Brian Rashid, left, stands with friend Fred Rooney of Bethlehem, whom he met 20 years ago. Rooney brought Rashid to the Lehigh Valley and helped connect him with several people from Moravian University and Promised Neighborhoods. Rashid has turned experiences from those who have lived, studied or worked in the Lehigh Valley into digital storytelling “love letters." The short films, which he shoots with an iPhone, shine a light on everyday people and places. He has developed love letters to Allentown, for Promise Neighborhoods of the Lehigh Valley, and to Moravian University. (Monica Cabrera/첥Ƶ)

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Rashid and Rooney bonded over their ability to speak Spanish (both men are fluent). “[Rooney] was like, ‘You and me are going to have fun together,’” Rashid said.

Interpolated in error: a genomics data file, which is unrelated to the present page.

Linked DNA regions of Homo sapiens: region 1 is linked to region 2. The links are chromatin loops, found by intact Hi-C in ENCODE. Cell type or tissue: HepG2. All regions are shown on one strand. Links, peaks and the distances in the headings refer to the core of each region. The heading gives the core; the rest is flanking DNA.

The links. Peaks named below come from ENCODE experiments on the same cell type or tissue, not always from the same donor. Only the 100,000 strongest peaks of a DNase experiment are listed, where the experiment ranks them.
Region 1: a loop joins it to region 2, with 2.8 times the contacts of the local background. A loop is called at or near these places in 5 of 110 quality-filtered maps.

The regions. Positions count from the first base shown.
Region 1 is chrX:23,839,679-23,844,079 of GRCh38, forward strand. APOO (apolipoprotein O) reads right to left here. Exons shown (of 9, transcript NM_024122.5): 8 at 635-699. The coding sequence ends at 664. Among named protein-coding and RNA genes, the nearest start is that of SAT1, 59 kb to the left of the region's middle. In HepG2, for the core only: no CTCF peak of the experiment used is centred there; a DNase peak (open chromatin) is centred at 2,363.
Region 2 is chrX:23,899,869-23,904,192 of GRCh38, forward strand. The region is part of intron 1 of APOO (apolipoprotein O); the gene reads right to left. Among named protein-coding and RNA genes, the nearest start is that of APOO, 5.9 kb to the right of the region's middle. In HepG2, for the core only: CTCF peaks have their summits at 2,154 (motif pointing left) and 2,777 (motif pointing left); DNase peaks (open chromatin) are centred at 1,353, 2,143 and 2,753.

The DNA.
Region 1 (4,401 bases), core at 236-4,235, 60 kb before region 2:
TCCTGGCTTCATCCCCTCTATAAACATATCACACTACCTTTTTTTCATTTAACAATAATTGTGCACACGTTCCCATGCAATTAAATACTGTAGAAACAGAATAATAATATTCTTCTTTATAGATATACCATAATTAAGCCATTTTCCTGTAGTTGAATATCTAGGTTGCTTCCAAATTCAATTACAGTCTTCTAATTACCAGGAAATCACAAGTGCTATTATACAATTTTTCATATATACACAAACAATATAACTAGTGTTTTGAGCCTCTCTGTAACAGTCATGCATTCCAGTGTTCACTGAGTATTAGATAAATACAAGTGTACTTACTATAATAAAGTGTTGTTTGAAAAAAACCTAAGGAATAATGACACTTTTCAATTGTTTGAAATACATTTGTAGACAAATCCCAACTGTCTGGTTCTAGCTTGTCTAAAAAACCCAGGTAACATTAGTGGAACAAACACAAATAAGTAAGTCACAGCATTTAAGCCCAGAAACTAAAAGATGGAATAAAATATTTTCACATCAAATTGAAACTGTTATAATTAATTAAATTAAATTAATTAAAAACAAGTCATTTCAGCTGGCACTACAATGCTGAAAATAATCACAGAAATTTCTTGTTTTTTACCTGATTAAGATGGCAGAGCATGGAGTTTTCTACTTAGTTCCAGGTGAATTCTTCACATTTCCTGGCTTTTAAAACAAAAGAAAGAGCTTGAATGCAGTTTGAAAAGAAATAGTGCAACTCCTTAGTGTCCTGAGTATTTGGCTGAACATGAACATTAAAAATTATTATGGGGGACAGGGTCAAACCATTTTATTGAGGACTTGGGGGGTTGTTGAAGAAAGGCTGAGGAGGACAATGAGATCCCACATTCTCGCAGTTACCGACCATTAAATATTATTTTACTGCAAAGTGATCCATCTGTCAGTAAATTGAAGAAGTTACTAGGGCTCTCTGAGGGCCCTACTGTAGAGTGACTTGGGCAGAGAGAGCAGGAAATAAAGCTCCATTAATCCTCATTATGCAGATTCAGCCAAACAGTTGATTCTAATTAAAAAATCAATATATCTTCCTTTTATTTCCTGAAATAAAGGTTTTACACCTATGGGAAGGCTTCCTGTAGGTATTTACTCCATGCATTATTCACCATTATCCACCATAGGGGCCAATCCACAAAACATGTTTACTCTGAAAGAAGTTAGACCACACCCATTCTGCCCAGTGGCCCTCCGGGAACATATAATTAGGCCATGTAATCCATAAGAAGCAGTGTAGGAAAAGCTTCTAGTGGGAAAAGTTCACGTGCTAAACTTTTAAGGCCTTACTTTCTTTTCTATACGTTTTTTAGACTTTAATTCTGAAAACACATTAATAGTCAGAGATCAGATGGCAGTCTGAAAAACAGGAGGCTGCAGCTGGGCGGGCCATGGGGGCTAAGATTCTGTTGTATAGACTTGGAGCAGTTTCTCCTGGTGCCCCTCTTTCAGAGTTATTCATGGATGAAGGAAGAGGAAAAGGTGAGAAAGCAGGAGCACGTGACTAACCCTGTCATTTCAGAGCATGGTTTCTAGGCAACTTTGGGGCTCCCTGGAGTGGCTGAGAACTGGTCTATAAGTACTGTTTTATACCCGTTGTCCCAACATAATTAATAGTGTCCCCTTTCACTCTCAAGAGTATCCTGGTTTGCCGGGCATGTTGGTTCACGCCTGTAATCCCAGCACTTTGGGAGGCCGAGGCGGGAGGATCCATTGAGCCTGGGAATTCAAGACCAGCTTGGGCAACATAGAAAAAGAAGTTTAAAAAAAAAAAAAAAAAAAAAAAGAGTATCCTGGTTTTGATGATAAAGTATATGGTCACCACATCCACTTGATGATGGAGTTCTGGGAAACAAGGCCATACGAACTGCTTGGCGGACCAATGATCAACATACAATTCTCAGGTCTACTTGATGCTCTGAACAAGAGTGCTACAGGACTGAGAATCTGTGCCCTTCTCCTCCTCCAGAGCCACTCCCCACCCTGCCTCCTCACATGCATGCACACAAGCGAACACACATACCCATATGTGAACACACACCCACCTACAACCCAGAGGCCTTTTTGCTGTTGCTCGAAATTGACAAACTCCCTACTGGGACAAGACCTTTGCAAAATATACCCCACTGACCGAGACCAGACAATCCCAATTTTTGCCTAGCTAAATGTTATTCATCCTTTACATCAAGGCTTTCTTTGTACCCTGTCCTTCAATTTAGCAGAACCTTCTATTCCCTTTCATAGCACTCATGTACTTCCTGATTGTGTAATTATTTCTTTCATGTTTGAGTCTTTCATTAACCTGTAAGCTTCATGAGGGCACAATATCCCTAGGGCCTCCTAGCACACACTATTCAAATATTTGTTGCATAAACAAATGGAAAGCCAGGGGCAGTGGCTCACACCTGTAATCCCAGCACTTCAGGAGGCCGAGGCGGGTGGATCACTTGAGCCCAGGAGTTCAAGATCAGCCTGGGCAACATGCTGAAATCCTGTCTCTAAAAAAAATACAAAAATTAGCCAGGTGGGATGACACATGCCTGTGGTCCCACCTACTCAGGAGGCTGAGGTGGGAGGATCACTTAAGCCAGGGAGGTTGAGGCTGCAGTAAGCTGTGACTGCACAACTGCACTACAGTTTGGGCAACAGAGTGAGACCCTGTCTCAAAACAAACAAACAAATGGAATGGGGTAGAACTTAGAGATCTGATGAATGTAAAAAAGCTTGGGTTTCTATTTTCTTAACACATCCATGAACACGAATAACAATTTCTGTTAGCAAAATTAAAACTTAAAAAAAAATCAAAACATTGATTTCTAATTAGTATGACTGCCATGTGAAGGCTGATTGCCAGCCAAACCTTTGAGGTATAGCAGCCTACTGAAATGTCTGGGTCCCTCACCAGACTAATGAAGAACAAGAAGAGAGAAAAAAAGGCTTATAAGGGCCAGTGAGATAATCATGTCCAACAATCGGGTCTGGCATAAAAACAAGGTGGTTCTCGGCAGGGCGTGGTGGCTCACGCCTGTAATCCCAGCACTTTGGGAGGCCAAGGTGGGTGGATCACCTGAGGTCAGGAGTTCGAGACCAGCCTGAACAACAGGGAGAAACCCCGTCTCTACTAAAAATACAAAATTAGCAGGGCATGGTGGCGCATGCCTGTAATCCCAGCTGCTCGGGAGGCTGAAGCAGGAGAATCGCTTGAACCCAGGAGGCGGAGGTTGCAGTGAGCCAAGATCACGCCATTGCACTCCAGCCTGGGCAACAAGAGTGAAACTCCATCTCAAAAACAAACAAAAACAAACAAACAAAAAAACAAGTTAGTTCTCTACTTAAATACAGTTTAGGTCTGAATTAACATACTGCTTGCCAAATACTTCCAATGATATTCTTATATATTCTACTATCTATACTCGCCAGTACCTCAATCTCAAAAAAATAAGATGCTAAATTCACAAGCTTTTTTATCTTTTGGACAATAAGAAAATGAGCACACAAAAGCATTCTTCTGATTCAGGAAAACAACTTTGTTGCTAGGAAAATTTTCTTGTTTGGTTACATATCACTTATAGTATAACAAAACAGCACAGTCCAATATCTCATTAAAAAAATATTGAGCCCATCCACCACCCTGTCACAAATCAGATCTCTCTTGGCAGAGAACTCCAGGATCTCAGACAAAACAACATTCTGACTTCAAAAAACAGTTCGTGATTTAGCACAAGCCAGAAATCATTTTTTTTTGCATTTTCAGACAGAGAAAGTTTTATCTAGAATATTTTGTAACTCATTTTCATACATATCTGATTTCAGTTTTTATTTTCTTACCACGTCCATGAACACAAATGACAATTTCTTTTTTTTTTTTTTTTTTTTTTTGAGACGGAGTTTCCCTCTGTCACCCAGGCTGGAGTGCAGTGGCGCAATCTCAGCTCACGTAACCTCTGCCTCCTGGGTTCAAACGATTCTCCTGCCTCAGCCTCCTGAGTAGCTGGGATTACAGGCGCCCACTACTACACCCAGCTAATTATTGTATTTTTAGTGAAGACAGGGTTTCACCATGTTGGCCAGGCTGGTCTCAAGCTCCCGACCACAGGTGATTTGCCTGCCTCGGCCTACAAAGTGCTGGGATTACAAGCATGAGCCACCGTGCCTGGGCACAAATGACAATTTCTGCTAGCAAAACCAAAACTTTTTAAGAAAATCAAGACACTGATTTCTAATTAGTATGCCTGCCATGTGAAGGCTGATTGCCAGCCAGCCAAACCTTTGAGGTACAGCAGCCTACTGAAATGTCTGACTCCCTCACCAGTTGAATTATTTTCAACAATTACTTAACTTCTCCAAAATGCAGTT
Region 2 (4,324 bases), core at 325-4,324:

Rooney, 71, who refers to Rashid as a colleague and friend, said, “Brian is a force of nature whose efforts capture the beauty of the unsung heroes in the Valley who enrich the lives of some of our most vulnerable residents.”

He told Rashid that he needed to spend time in the Valley to create love letters, helping to connect Rashid with several people from Moravian and Promise Neighborhoods, including Hasshan Batts, its executive director. The Allentown Love Letters released last month display the city’s culture and diversity, and

Allentown School Board member Zaleeae “Zaly” Sierra talks of how a family tragedy inspired her work with Promise Neighborhoods.

“I lost my uncle at the age of 9 years old to gun violence in my community,” Sierra says. “Since then, I have been an advocate to end gun violence and to be a support to other youth in the community who may be dealing with grief or who may be dealing with certain issues that my uncle was also dealing with.”

Batts thought the love letters would be a “perfect fit” for Promise Neighborhood’s communications campaign that includes anti-violence.